Introducing a New Editor
Diana Friedman joins The New York Academy of Sciences Magazine.
I am donating most of this issue's President's Letter to our dynamic new editor, Diana Friedman. She has fearlessly taken on a non-trivial challenge: to improve on the tremendous work of our former editor, Adrienne Burke, who, through sheer magic, made this magazine intellectually rich and stylistically and visually compelling on a shoestring.
Now comes Diana, who, as you will see, has committed to enhancing the intimacy of our magazine at a time when we have fully emerged from a dark period in the 194 years of Academy life and are on the cusp of an extraordinary era, leading directly into our Bicentennial Celebration in the spring of 2017. Diana's intelligence, curiosity, and great personal warmth will help her in her quest to serve your career and intellectual needs, as well as touch you emotionally. But she will need your help as well, through comments, ideas, critiques when needed, and the occasional praise when deserved. I know you will join me in welcoming Editor Diana Friedman.
President & CEO
From the Editor
I am thrilled to introduce myself as the new editor of The New York Academy of Sciences Magazine. My goal for this publication is two-fold: 1) to meet your needs for timely and scientifically relevant content and 2) to create an outlet for connecting with and learning from other Academy members—a member community that thrives in the pages of the magazine.
I hope to hear from many of you in the coming months, via e-mail, phone, or in person at Academy events, about your own ideas for the magazine.
The topic of this issue's cover story is translational science—through which basic science discoveries become clinical therapeutics. Translational science is both a hot topic in the science world and a fitting first topic for me to cover. My father was recently a participant in a phase II BRAF gene inhibitor trial for advanced melanoma at the NYU Cancer Institute. So, it was a great honor for me to interview Academy Member Napoleone Ferrara, who spearheaded much of the primary research on the role of vascular endothelial growth factor, or VEGF, in angiogenesis, which led to groundbreaking clinical trials for cancerous tumors.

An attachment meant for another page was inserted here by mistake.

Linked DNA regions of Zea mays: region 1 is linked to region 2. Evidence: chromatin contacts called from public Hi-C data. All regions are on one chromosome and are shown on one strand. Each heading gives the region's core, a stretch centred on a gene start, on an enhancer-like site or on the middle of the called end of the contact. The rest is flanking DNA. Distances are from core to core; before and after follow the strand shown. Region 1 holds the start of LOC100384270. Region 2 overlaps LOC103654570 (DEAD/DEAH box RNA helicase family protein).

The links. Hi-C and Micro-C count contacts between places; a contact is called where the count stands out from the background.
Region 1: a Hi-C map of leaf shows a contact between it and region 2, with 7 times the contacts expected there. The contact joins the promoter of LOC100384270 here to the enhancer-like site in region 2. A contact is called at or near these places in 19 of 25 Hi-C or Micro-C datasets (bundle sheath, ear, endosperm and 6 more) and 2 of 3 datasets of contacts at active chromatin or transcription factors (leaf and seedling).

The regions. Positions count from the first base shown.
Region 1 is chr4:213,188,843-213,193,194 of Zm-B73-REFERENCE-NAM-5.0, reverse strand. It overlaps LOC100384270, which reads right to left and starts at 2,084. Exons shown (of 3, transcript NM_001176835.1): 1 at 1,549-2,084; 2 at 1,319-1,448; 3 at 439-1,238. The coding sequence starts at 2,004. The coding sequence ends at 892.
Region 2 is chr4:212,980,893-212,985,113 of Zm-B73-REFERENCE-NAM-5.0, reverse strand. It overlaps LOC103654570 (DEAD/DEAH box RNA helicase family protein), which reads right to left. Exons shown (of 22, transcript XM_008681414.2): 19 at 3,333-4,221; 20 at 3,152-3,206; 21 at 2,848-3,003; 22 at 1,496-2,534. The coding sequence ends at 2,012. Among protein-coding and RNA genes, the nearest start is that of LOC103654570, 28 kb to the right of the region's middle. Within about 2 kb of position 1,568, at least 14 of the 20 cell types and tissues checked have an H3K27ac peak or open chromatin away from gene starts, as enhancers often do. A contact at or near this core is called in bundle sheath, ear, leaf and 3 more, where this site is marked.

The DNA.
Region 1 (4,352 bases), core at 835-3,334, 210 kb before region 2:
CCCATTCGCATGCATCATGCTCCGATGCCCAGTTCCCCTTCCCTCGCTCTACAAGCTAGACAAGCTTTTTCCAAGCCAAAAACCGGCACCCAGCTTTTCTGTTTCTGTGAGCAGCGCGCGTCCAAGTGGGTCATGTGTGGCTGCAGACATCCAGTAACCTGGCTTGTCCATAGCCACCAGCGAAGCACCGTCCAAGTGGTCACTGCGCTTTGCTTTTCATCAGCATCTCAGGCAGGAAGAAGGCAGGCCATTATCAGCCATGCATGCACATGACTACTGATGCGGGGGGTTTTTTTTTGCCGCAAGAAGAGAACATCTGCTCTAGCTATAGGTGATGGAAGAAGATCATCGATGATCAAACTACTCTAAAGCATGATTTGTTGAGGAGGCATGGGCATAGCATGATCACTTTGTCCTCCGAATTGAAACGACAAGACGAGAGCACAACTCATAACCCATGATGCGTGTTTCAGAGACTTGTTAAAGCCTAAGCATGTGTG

What Ferrara and other researchers gave my father was so much more than a drug. It was several months of seemingly healthy, high-quality life, in the midst of an otherwise relentless, multi-year disease process. It was hope, in a pill.
Ferrara and countless other scientists center their lives' work around, on the surface, something very minute—a specific protein or a gene. However, through translation, their work becomes about something much larger: life and its promotion.
Translational science is, therefore, more than a buzzword: it is a pathway to better living. I urge all of you to read our cover story and join the conversation. I welcome your feedback and I look forward to a fruitful relationship.